Sodium Bicarbonate


Sodium bicarbonate also is known as baking soda.


Sodium bicarbonate is used to treat or prevent excess acid in the blood or urine, a condition affecting some children who have had a liver transplant. It also can reduce stomach acids, and therefore can be used as an antacid to treat heartburn or indigestion.

Types Available

Sodium bicarbonate can be injected or taken by mouth. It is available as a solution for injection, in powder form, or as tablets.

How to Take

Sodium bicarbonate can be taken with or without food. People who are using this medication should avoid large amounts of dairy products, which can increase the chance of experiencing side effects.

Missed Doses

If your child misses a dose, it should be taken as soon as you or your child remembers. If you remember within two hours of the next scheduled dose, skip the missed dose and resume your child’s usual dosing schedule. Do not double the dose to catch up.

Side Effects

Gas, bloating, and stomach cramps sometimes occur with sodium bicarbonate. Some people report headaches or nausea, and may feel irritable.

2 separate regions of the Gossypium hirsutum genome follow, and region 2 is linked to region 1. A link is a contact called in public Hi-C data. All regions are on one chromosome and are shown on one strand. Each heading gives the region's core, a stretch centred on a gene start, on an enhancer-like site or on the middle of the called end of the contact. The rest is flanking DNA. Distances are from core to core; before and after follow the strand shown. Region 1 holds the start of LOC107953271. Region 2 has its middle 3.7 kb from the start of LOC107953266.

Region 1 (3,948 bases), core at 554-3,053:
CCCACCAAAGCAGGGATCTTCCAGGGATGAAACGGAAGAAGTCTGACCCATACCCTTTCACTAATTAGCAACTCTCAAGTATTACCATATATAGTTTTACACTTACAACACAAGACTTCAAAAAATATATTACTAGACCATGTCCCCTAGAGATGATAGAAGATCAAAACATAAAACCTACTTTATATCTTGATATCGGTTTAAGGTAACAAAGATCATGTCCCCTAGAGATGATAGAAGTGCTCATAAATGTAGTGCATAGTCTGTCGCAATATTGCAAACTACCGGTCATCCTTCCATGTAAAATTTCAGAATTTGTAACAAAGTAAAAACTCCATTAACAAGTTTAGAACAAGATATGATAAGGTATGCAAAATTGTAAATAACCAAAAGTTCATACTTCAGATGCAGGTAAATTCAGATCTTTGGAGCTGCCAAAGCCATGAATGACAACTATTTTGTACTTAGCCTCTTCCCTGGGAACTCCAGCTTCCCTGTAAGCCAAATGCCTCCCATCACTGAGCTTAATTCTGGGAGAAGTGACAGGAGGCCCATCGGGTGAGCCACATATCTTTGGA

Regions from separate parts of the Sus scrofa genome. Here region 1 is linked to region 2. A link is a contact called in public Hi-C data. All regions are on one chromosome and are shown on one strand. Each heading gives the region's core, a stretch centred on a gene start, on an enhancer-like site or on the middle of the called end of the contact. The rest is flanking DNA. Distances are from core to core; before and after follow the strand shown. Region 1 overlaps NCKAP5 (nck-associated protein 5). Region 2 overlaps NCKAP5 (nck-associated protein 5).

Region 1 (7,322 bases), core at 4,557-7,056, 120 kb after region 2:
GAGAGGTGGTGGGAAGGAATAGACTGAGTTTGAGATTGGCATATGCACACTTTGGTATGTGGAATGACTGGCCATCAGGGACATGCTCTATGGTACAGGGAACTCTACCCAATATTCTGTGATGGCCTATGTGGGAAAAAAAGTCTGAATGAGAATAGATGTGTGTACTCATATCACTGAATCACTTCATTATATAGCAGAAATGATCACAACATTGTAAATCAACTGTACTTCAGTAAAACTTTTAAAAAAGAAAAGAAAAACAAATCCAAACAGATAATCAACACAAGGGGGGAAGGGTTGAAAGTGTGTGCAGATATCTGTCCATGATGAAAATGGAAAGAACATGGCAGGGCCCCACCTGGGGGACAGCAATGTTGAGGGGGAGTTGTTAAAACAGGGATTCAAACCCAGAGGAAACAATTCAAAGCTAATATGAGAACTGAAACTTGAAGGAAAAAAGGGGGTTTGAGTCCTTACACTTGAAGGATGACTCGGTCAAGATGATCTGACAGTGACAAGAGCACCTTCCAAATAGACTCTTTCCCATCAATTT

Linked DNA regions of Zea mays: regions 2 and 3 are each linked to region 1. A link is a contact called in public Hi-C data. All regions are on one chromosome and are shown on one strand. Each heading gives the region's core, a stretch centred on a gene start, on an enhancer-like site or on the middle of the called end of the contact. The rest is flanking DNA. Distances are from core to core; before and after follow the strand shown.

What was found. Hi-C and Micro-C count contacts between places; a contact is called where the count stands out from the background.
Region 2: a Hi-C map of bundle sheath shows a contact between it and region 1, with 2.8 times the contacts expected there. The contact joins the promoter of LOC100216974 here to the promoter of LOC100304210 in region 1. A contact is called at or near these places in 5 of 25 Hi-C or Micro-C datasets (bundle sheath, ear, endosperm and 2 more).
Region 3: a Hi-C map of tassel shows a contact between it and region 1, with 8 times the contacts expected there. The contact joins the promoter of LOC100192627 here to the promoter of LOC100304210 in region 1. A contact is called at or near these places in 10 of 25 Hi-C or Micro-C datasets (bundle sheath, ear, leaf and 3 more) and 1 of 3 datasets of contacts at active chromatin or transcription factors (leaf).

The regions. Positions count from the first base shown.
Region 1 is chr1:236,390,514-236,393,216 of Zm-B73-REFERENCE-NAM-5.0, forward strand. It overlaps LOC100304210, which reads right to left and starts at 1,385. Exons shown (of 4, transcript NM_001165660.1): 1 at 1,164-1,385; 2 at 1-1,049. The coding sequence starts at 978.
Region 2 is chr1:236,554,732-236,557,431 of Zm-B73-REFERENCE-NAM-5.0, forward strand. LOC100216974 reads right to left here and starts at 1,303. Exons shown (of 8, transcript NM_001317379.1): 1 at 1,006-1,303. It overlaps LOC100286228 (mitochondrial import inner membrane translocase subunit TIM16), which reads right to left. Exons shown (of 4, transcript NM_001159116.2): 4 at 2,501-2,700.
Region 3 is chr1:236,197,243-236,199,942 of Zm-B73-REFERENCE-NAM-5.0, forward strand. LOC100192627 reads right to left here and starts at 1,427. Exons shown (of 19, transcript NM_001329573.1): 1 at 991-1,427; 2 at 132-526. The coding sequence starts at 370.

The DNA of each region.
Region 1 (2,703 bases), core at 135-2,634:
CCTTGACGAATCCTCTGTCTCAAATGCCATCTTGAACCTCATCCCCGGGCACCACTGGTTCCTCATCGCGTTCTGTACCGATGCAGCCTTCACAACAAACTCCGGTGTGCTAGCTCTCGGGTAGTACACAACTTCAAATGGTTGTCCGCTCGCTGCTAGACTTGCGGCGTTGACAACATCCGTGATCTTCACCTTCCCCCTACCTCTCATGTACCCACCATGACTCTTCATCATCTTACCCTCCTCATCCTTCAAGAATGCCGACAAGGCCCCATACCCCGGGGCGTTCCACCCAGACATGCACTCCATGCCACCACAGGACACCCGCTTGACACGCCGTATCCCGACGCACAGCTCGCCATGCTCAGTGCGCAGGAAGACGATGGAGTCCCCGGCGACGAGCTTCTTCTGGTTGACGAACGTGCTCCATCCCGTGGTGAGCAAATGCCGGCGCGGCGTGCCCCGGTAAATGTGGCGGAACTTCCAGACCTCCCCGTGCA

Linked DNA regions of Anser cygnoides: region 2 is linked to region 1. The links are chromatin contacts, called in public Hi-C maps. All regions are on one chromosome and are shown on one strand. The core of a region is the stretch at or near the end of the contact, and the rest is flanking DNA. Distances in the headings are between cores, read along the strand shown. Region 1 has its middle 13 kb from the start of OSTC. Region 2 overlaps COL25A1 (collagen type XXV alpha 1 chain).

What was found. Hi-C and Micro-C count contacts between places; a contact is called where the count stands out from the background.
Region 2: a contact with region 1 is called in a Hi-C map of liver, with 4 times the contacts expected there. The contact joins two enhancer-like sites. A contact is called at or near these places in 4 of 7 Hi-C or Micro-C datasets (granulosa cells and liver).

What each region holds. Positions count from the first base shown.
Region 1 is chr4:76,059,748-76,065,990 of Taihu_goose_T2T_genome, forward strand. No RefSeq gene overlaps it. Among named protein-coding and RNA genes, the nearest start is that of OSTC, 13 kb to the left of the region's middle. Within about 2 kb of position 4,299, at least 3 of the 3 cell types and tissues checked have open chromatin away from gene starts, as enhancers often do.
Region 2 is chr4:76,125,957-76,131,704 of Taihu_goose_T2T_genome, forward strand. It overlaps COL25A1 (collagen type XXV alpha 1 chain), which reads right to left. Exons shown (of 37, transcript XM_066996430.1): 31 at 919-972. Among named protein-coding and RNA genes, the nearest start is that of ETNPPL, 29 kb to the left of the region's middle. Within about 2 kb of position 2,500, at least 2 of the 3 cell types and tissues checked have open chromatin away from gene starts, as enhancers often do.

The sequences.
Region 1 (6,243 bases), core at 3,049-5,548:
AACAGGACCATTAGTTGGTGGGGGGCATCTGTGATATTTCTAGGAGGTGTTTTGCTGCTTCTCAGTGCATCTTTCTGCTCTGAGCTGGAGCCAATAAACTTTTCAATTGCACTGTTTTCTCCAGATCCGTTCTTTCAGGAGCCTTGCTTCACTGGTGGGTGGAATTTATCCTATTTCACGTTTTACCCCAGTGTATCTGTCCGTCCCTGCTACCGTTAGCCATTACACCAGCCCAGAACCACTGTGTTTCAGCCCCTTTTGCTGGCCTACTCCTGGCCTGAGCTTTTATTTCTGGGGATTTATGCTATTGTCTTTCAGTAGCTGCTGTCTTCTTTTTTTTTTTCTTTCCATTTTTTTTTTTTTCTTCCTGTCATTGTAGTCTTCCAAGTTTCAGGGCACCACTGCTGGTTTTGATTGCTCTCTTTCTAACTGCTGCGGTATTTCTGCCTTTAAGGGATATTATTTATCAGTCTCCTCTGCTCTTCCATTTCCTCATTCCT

Rare side effects include:

  • muscle rigidity
  • weakness
  • vomiting
  • loss of appetite
  • slow reflexes
  • confusion
  • nervousness
  • swelling of the feet or ankles
  • increased thirst or urge to urinate

If your child has trouble with any of these side effects, inform your transplant doctor or transplant coordinator.

Drug Interactions

Tell your doctor or pharmacist about any prescription or over-the-counter medication your child is taking, so you can be warned of undesirable interactions and prevent them.


Do not take sodium bicarbonate within two hours of taking tacrolimus (Prograf, FK506®). Watch your child’s salt intake, since this medication has high sodium content.

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Learn more about other Liver Transplant Drugs.